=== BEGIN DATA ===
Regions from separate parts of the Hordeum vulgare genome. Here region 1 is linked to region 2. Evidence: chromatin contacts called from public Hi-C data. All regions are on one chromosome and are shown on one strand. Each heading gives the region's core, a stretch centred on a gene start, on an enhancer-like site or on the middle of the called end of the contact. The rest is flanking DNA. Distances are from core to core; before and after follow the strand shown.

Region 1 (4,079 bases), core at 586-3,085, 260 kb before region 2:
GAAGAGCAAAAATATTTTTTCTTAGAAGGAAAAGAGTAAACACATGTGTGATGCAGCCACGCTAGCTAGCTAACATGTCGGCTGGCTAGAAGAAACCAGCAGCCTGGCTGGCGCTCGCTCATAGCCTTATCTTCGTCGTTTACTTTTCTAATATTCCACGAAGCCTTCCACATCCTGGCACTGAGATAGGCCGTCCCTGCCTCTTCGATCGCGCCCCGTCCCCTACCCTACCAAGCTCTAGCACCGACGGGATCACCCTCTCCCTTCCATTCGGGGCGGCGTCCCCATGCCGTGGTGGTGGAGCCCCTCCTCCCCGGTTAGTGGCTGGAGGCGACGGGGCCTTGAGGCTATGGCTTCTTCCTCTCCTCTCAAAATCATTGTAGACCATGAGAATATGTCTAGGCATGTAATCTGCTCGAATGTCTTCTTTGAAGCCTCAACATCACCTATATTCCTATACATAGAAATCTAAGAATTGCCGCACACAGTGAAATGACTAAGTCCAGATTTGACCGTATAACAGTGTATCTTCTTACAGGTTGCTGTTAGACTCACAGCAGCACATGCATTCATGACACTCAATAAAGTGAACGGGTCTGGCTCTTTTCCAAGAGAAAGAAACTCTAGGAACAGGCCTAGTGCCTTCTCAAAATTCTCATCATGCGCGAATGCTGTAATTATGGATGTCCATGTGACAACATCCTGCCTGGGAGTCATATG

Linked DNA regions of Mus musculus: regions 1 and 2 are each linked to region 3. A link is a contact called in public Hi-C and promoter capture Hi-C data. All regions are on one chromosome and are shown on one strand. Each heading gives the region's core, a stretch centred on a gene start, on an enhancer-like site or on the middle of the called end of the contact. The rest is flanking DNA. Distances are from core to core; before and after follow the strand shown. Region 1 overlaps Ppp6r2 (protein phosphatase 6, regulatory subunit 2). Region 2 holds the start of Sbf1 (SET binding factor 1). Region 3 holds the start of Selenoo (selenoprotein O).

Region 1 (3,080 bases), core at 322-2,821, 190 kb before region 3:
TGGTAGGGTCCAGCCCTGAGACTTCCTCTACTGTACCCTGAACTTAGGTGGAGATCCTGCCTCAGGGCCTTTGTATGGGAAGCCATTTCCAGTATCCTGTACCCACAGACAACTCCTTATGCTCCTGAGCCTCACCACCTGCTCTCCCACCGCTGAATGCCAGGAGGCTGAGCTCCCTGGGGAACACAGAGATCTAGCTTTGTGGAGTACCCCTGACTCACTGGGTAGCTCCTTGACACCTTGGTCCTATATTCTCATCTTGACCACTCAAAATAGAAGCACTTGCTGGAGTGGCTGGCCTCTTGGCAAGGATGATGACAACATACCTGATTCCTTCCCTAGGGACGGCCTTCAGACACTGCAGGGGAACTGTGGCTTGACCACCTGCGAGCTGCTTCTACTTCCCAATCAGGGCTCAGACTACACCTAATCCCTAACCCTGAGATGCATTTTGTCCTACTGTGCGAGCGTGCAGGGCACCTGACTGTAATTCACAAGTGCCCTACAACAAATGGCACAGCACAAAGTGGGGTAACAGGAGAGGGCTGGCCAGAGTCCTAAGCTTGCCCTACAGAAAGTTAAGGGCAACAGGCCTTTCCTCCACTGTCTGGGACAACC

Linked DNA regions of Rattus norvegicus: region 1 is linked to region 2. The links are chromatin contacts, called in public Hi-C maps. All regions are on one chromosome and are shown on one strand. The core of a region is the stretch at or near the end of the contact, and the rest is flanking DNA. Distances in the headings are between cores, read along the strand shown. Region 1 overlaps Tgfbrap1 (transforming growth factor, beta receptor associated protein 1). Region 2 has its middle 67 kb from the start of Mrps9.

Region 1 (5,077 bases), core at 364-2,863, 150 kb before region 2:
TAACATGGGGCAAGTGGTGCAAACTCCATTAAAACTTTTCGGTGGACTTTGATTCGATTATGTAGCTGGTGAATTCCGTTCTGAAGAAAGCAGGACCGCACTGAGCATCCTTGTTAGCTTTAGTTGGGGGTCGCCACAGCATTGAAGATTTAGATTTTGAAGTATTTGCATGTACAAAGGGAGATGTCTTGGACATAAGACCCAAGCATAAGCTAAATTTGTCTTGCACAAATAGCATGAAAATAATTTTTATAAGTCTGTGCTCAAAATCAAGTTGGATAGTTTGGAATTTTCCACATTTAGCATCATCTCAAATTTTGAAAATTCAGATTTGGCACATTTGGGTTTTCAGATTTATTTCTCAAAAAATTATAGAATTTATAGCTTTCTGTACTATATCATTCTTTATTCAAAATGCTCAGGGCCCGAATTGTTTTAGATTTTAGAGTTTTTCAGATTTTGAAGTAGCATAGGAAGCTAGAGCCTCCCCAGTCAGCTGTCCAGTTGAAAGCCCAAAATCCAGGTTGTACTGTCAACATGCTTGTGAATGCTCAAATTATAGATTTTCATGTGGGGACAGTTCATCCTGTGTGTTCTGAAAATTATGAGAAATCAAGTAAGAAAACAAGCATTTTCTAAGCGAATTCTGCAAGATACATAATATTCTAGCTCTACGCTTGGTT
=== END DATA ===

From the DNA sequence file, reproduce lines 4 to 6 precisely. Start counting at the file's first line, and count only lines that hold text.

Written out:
Linked DNA regions of Mus musculus: regions 1 and 2 are each linked to region 3. A link is a contact called in public Hi-C and promoter capture Hi-C data. All regions are on one chromosome and are shown on one strand. Each heading gives the region's core, a stretch centred on a gene start, on an enhancer-like site or on the middle of the called end of the contact. The rest is flanking DNA. Distances are from core to core; before and after follow the strand shown. Region 1 overlaps Ppp6r2 (protein phosphatase 6, regulatory subunit 2). Region 2 holds the start of Sbf1 (SET binding factor 1). Region 3 holds the start of Selenoo (selenoprotein O).

Region 1 (3,080 bases), core at 322-2,821, 190 kb before region 3:
TGGTAGGGTCCAGCCCTGAGACTTCCTCTACTGTACCCTGAACTTAGGTGGAGATCCTGCCTCAGGGCCTTTGTATGGGAAGCCATTTCCAGTATCCTGTACCCACAGACAACTCCTTATGCTCCTGAGCCTCACCACCTGCTCTCCCACCGCTGAATGCCAGGAGGCTGAGCTCCCTGGGGAACACAGAGATCTAGCTTTGTGGAGTACCCCTGACTCACTGGGTAGCTCCTTGACACCTTGGTCCTATATTCTCATCTTGACCACTCAAAATAGAAGCACTTGCTGGAGTGGCTGGCCTCTTGGCAAGGATGATGACAACATACCTGATTCCTTCCCTAGGGACGGCCTTCAGACACTGCAGGGGAACTGTGGCTTGACCACCTGCGAGCTGCTTCTACTTCCCAATCAGGGCTCAGACTACACCTAATCCCTAACCCTGAGATGCATTTTGTCCTACTGTGCGAGCGTGCAGGGCACCTGACTGTAATTCACAAGTGCCCTACAACAAATGGCACAGCACAAAGTGGGGTAACAGGAGAGGGCTGGCCAGAGTCCTAAGCTTGCCCTACAGAAAGTTAAGGGCAACAGGCCTTTCCTCCACTGTCTGGGACAACC